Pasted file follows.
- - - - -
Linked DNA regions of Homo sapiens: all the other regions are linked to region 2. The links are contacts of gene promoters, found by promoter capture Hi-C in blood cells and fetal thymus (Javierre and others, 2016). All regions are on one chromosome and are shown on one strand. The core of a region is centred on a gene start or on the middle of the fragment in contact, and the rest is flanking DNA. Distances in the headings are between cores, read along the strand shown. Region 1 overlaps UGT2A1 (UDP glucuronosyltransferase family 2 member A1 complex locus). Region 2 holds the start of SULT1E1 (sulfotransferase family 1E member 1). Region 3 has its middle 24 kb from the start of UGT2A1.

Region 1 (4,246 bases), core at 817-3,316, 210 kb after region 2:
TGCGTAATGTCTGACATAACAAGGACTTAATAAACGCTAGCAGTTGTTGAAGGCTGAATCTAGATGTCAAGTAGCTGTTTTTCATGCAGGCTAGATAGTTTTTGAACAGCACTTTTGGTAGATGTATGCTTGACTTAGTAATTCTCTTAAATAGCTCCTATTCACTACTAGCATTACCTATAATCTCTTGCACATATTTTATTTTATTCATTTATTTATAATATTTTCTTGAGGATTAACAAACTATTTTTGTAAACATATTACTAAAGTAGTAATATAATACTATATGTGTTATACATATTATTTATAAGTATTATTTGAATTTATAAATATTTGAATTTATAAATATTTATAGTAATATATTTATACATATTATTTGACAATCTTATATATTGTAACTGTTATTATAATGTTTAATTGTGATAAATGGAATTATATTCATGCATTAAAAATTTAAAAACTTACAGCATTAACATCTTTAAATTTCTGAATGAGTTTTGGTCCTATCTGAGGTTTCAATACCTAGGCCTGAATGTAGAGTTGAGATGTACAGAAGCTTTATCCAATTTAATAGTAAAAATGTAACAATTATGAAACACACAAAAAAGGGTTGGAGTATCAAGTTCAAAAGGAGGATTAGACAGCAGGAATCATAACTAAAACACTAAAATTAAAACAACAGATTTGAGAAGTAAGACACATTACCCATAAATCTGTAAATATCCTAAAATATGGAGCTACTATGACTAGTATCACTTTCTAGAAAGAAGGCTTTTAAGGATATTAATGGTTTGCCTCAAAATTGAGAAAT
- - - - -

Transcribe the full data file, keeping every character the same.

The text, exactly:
Linked DNA regions of Homo sapiens: all the other regions are linked to region 2. The links are contacts of gene promoters, found by promoter capture Hi-C in blood cells and fetal thymus (Javierre and others, 2016). All regions are on one chromosome and are shown on one strand. The core of a region is centred on a gene start or on the middle of the fragment in contact, and the rest is flanking DNA. Distances in the headings are between cores, read along the strand shown. Region 1 overlaps UGT2A1 (UDP glucuronosyltransferase family 2 member A1 complex locus). Region 2 holds the start of SULT1E1 (sulfotransferase family 1E member 1). Region 3 has its middle 24 kb from the start of UGT2A1.

Region 1 (4,246 bases), core at 817-3,316, 210 kb after region 2:
TGCGTAATGTCTGACATAACAAGGACTTAATAAACGCTAGCAGTTGTTGAAGGCTGAATCTAGATGTCAAGTAGCTGTTTTTCATGCAGGCTAGATAGTTTTTGAACAGCACTTTTGGTAGATGTATGCTTGACTTAGTAATTCTCTTAAATAGCTCCTATTCACTACTAGCATTACCTATAATCTCTTGCACATATTTTATTTTATTCATTTATTTATAATATTTTCTTGAGGATTAACAAACTATTTTTGTAAACATATTACTAAAGTAGTAATATAATACTATATGTGTTATACATATTATTTATAAGTATTATTTGAATTTATAAATATTTGAATTTATAAATATTTATAGTAATATATTTATACATATTATTTGACAATCTTATATATTGTAACTGTTATTATAATGTTTAATTGTGATAAATGGAATTATATTCATGCATTAAAAATTTAAAAACTTACAGCATTAACATCTTTAAATTTCTGAATGAGTTTTGGTCCTATCTGAGGTTTCAATACCTAGGCCTGAATGTAGAGTTGAGATGTACAGAAGCTTTATCCAATTTAATAGTAAAAATGTAACAATTATGAAACACACAAAAAAGGGTTGGAGTATCAAGTTCAAAAGGAGGATTAGACAGCAGGAATCATAACTAAAACACTAAAATTAAAACAACAGATTTGAGAAGTAAGACACATTACCCATAAATCTGTAAATATCCTAAAATATGGAGCTACTATGACTAGTATCACTTTCTAGAAAGAAGGCTTTTAAGGATATTAATGGTTTGCCTCAAAATTGAGAAAT